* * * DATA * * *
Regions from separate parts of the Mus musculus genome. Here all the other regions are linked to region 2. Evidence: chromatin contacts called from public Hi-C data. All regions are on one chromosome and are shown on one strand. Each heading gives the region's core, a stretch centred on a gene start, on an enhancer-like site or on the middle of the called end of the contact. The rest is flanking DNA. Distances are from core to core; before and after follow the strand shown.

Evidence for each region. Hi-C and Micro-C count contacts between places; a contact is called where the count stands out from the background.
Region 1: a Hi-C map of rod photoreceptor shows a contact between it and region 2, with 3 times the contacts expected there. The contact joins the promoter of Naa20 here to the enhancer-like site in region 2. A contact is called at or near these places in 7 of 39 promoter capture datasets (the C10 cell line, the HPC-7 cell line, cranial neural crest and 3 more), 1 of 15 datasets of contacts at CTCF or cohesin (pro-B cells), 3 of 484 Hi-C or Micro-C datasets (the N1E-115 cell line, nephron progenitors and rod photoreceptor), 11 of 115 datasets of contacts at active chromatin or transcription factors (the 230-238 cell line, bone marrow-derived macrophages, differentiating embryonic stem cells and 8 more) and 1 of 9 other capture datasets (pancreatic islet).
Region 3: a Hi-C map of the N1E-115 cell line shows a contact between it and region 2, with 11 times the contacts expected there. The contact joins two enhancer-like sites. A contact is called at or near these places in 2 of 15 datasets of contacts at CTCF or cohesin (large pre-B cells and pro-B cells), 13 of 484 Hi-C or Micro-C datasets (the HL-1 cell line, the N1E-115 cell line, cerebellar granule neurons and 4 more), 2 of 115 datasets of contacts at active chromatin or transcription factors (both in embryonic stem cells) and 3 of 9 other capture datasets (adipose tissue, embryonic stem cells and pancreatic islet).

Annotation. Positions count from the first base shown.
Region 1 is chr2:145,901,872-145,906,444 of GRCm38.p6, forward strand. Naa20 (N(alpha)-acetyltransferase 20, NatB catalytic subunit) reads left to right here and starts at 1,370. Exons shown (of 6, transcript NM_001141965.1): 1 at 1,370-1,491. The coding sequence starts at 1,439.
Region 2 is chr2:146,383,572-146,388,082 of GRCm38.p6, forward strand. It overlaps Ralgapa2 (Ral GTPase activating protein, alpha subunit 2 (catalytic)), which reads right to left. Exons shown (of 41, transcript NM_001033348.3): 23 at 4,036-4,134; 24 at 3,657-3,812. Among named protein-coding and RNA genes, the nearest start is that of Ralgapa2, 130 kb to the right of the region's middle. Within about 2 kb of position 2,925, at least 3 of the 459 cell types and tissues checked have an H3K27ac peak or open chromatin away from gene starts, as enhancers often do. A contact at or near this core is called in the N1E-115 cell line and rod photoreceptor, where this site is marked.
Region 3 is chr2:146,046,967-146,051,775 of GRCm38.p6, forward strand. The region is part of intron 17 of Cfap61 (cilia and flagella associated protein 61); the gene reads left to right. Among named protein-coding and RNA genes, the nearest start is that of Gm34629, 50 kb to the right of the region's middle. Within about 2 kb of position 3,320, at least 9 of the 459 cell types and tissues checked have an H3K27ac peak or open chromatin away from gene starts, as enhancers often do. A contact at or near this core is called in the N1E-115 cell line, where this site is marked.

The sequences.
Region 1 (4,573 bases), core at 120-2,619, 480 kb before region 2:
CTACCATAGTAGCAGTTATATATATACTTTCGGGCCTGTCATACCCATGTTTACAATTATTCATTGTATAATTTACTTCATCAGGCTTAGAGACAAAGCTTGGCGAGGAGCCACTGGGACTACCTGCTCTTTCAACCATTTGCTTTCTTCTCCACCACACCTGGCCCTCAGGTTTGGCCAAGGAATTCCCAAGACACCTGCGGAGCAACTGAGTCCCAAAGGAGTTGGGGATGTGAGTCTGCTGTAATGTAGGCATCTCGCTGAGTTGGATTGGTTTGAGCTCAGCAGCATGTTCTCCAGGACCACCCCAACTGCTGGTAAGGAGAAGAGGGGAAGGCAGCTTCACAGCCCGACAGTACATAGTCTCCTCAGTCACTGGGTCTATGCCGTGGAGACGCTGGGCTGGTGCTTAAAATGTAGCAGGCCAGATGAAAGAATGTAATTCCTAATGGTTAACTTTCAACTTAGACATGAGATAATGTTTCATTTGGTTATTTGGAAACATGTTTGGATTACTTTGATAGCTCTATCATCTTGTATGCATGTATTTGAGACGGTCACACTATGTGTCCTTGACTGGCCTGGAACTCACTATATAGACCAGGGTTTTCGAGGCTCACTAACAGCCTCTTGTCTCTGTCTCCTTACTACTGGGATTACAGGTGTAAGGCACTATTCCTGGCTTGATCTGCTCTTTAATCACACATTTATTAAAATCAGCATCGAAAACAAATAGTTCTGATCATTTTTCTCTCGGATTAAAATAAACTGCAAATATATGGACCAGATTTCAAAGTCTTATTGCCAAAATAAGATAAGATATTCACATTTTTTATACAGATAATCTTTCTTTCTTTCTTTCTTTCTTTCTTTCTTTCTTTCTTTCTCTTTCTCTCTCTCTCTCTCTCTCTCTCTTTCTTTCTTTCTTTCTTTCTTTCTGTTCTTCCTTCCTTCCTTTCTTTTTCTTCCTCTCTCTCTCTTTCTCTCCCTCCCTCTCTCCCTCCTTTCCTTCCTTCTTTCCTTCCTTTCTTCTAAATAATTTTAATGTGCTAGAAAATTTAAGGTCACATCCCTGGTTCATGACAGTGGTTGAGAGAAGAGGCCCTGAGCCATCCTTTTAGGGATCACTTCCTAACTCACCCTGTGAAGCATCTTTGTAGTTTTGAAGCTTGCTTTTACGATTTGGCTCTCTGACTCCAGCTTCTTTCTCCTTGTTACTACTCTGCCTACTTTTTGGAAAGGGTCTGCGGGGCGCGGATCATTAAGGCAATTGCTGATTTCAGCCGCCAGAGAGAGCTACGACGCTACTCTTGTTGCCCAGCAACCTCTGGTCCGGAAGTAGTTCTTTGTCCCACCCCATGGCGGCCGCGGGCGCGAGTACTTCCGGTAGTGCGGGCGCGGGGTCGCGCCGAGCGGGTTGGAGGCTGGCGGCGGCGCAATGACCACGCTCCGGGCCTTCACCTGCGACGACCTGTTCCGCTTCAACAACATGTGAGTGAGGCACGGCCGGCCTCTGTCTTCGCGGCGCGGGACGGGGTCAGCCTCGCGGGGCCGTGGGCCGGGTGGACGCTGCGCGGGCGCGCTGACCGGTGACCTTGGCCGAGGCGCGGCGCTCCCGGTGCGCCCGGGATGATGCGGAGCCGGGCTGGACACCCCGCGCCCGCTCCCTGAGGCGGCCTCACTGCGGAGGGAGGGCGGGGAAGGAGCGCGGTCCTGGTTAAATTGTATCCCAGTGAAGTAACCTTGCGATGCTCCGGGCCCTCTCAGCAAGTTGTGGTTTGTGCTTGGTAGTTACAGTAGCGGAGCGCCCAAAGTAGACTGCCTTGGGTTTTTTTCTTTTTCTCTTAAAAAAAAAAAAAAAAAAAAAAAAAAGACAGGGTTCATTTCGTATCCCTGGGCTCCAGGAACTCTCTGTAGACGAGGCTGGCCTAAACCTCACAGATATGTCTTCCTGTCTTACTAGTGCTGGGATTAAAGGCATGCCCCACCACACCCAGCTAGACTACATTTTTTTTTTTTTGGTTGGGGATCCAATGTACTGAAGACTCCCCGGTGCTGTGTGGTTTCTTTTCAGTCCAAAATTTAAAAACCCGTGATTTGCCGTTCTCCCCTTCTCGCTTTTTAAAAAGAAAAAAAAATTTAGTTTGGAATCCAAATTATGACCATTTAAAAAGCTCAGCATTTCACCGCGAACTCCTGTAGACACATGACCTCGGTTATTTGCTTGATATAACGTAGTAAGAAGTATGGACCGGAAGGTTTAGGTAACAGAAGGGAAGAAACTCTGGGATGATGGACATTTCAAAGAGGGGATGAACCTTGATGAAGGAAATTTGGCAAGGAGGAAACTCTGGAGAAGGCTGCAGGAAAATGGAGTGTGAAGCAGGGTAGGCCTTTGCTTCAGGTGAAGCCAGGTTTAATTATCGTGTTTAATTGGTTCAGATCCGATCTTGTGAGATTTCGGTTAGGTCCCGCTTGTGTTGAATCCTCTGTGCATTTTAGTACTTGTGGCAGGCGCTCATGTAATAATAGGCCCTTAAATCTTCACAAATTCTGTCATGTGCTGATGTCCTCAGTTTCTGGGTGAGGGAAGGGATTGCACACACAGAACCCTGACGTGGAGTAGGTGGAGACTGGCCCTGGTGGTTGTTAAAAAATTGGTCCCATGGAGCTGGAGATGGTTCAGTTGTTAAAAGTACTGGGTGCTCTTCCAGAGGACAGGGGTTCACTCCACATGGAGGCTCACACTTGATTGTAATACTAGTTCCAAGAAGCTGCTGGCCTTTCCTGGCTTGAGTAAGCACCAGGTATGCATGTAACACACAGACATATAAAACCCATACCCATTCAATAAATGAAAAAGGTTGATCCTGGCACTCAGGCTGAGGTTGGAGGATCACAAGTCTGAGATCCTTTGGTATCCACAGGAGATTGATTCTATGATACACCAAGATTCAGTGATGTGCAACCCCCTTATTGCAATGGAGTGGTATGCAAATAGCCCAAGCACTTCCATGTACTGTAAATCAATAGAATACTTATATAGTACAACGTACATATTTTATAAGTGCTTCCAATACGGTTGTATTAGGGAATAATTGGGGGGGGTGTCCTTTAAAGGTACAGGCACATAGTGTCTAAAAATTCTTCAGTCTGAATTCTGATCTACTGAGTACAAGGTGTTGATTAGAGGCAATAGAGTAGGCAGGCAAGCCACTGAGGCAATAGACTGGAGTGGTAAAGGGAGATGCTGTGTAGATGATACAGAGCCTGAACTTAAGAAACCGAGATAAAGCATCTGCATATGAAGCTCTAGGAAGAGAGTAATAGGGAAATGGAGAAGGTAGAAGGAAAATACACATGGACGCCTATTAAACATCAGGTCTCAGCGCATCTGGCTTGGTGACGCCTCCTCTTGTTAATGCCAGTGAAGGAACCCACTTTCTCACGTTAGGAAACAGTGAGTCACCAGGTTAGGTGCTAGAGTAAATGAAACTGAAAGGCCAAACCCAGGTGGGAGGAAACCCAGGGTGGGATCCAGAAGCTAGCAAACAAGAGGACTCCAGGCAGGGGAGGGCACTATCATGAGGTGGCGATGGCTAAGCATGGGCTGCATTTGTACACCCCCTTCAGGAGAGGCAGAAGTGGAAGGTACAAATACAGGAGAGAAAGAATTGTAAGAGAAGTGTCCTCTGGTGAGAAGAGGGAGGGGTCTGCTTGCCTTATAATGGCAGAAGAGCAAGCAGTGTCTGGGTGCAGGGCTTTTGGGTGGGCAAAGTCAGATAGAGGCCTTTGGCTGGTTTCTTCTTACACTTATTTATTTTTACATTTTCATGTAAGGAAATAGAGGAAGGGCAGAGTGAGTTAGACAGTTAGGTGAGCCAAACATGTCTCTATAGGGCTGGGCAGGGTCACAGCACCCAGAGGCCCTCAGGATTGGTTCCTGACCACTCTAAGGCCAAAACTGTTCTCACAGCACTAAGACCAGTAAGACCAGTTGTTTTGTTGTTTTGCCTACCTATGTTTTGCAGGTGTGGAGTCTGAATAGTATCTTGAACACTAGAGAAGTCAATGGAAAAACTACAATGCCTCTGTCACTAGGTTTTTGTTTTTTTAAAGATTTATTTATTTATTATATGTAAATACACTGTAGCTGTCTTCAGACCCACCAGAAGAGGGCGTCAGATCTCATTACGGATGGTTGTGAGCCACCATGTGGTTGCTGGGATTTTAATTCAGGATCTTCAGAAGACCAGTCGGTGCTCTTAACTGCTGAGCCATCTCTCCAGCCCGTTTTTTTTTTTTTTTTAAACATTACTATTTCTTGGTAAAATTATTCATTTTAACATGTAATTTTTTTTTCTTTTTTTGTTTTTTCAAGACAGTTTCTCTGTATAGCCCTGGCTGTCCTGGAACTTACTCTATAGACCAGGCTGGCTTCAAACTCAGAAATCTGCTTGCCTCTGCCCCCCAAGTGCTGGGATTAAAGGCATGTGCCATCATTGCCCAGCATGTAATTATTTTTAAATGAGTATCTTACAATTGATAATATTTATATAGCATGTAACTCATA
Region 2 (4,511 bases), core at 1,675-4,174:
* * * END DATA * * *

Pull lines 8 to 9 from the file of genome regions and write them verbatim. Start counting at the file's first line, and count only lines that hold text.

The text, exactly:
Region 3 is chr2:146,046,967-146,051,775 of GRCm38.p6, forward strand. The region is part of intron 17 of Cfap61 (cilia and flagella associated protein 61); the gene reads left to right. Among named protein-coding and RNA genes, the nearest start is that of Gm34629, 50 kb to the right of the region's middle. Within about 2 kb of position 3,320, at least 9 of the 459 cell types and tissues checked have an H3K27ac peak or open chromatin away from gene starts, as enhancers often do. A contact at or near this core is called in the N1E-115 cell line, where this site is marked.

The sequences.